(206PSalb) Pseudosinella alba (Packard, 1873)

Pseudosinella alba is widespread and very common in leaf litter, soil and organic matter throughout Britain and Ireland. Each eye is comprised of two ocelli which are close together in a single spot of pigment on either side of the head (Fig. 1). However, the ocelli are difficult to resolve unless the pigment has been cleared. The claw has prominent teeth (Fig. 2). The body is covered in scales (Fig. 3). Scales are also present on the dens and the mucro has two teeth (Fig. 4). Specimens labelled 'Pseudosinella alba' from at least twenty further localities in the NHML collection are in too poor a condition to identify reliably.

 

 

 

 

Fig. 1: Pair of ocelli on the left side of the head of Pseudosinella alba collected from Bantry, Co. Cork, Ireland in January 1953 (collector not known).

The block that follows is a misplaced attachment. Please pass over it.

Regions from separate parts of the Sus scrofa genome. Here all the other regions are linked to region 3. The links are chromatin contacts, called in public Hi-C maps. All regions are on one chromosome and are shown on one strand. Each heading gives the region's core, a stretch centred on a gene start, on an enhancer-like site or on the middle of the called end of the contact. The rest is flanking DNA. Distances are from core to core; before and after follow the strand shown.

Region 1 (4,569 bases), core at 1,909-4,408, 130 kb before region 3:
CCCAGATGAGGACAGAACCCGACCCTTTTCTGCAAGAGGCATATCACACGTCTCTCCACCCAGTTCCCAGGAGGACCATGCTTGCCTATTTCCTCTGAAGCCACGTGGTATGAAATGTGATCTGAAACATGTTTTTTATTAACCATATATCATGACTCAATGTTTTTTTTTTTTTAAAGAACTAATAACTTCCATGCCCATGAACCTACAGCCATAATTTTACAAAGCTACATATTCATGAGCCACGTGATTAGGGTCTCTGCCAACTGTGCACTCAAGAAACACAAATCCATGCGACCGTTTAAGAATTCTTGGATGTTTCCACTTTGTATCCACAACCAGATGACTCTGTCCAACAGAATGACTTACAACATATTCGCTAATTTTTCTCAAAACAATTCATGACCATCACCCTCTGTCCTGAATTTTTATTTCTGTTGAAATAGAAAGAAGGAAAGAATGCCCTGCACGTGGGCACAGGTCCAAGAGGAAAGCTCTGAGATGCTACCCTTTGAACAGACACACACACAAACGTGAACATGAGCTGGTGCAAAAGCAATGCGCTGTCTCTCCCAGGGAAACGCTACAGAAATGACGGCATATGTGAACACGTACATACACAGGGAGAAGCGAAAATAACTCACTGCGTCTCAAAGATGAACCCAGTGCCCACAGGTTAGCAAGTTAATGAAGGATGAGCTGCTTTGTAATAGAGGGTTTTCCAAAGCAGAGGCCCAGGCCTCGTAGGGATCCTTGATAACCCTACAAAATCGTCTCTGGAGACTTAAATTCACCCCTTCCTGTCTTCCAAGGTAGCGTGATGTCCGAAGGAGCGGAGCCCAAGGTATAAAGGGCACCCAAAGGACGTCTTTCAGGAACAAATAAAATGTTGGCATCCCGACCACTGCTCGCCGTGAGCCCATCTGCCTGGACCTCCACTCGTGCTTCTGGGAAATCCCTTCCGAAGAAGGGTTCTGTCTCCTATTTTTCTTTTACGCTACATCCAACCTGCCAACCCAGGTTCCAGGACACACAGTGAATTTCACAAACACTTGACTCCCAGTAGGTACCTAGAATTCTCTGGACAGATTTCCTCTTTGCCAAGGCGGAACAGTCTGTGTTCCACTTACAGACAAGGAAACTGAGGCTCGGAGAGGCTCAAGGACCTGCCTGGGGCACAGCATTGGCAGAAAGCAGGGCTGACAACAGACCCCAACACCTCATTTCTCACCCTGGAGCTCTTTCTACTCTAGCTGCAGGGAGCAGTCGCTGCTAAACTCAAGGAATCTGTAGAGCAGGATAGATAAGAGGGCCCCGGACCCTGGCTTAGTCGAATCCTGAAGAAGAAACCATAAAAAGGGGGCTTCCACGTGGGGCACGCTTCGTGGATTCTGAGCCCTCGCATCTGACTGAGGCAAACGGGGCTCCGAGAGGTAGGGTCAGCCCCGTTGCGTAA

Fig. 2: Foot of the third leg of Pseudosinella alba collected from Gaping Ghyll Cavern in August 1968 by W.G.R. Maxwell. tt, tibiotarsus.

Fig. 3: Scales on the abdomen of the same specimen of Pseudosinella alba shown in Fig. 1.

Fig. 4: Dens and mucro of the furca of the same specimen of Pseudosinella alba shown in Fig. 1.

 
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